Studies demonstrate BEXXAR's efficacy against indolent lymphomas


The results of a pair of long-term survival studies indicate the therapeutic value of BEXXAR (tositumomab and iodine I-131 tositumomab) therapy regimen for patients with rituximab-refractory indolent lymphomas.

The first Phase II study looked at 76 patients with previously untreated stage III or stage IV follicular lymphoma and, following a single course of treatment with Bexxar, demonstrated a 10-year overall survival rate of 83% and a 10-year progression-free survival rate of 38%.

  • "We are seeing a consistent result and effect on survival by treating patients with BEXXAR first," said lead investigator Mark Kaminski, MD, Professor of Internal Medicine and Director, the University of Michigan Leukemia/Lymphoma Program. "Rarely are there data to show a treatment can produce a durable response over a decade, and what's most exciting is that these results were achieved after a single treatment."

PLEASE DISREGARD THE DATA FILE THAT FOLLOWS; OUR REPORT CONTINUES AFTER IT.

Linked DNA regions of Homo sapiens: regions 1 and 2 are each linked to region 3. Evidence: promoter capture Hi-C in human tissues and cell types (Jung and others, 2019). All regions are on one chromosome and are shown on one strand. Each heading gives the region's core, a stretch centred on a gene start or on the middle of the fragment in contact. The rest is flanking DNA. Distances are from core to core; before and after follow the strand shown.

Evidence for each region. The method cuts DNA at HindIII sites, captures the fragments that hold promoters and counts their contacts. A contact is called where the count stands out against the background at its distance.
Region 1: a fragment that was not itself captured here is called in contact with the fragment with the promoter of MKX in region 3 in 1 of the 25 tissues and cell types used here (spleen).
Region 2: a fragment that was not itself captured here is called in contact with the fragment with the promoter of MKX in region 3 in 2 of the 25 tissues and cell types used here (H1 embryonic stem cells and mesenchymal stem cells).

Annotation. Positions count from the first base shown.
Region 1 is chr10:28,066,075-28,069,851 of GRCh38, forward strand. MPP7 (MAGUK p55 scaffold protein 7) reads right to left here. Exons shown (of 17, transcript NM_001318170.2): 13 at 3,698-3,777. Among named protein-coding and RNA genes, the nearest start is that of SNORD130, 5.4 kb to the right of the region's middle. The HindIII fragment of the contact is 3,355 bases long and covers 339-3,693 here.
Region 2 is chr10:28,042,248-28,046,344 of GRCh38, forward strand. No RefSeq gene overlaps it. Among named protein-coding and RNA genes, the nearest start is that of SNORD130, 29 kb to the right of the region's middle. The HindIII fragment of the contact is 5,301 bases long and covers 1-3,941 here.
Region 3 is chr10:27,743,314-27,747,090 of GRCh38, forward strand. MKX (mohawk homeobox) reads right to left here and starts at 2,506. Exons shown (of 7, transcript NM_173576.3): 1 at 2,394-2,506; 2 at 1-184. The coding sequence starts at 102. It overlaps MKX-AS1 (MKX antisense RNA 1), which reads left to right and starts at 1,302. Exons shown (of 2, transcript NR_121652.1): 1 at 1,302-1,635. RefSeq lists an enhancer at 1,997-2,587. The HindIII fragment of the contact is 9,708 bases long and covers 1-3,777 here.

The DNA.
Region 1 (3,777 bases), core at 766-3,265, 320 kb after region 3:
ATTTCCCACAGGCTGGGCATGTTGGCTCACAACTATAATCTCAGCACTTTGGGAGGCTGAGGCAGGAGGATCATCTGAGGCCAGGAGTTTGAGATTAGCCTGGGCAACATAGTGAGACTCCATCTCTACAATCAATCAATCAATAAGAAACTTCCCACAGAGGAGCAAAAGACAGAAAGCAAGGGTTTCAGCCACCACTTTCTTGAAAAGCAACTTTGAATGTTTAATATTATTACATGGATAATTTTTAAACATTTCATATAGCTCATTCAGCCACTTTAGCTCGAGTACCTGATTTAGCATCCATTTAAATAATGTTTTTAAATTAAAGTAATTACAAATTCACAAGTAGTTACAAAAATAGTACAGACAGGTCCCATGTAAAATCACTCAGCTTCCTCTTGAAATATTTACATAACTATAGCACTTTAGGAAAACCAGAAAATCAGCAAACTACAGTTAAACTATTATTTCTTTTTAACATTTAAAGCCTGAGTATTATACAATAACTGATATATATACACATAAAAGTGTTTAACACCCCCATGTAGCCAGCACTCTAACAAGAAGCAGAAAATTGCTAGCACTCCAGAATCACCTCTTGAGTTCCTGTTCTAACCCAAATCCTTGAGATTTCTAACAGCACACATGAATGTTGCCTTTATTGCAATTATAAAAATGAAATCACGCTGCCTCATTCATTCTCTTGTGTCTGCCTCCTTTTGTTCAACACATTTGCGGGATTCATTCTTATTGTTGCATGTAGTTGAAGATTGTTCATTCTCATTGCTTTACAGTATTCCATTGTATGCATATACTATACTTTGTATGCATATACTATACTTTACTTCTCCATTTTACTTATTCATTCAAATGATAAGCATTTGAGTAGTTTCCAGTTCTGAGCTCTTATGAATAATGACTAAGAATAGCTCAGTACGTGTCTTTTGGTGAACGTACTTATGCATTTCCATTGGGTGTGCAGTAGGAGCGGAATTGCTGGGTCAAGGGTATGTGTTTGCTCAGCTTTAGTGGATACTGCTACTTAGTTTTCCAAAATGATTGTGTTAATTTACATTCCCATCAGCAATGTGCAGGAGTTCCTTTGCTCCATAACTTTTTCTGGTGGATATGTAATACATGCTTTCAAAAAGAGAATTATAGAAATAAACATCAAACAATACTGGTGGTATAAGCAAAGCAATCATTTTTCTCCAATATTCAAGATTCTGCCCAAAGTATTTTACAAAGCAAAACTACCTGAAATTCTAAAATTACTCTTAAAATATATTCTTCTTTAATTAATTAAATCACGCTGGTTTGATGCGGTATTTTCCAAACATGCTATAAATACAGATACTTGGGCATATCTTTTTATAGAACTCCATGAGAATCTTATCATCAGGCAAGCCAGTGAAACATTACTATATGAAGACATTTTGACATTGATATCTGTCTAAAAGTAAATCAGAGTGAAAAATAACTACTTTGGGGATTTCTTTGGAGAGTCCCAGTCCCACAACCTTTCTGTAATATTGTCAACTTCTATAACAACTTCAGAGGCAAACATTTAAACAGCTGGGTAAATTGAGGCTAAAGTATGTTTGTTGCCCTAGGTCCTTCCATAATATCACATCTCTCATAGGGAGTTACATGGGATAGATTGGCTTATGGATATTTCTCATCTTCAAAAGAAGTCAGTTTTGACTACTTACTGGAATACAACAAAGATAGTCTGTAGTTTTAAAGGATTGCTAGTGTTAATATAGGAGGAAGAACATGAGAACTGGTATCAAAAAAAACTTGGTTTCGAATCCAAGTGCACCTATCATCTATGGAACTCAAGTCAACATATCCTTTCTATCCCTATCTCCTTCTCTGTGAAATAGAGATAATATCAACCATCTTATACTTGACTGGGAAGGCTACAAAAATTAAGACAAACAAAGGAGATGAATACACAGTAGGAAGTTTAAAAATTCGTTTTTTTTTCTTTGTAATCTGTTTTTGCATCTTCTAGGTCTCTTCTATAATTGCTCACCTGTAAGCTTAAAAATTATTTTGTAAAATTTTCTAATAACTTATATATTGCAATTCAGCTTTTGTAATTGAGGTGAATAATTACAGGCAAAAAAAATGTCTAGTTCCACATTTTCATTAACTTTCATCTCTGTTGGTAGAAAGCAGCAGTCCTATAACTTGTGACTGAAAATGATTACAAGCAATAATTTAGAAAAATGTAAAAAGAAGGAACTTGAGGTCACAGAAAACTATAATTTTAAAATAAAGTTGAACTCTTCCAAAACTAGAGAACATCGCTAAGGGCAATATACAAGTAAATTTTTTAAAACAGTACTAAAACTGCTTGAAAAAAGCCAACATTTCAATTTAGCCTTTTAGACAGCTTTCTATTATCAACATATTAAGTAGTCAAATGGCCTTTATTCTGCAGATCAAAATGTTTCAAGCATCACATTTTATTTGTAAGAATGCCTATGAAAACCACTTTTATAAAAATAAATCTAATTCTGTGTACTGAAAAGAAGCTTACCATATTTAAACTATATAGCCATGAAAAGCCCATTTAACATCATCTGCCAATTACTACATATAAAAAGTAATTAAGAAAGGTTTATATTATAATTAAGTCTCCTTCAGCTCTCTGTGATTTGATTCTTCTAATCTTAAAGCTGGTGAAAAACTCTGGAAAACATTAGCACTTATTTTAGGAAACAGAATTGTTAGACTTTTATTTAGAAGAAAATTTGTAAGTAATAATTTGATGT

Another Phase II study looked at 40 patients with either follicular lymphoma or transformed B-cell lymphoma whose disease was proving to be rituximab-refractory after at least one course of rituximab treatment. All patients received a therapeutic dose of BEXXAR.

  • "Of the patients who had a response to treatment, 39% were in continued response at five years, including five of the nine complete responders," said Sandra Horning, MD, of the Eastern Cooperative Cancer Group and Stanford University. "These data demonstrate durable response rates of tositumomab and Iodine-131 tositumomab in an indolent lymphoma population with disease progression after rituximab."
By Ross Bonander

- Kaminski M, et al. "Tositumomab and Iodine I-131 Tositumomab for Previously Untreated, Advanced-Stage, Follicular Lymphoma: Median 10 Year Follow-up Results" ASH 2009
- Horning S, et al. "Tositumomab and iodine I-131 tositumomab (Bexxar therapeutic regimen) for Non-Hodgkin's lymphoma patients who progressed after treatment with rituximab: Long term follow-up of a multi-center Phase II study" ASH 2009

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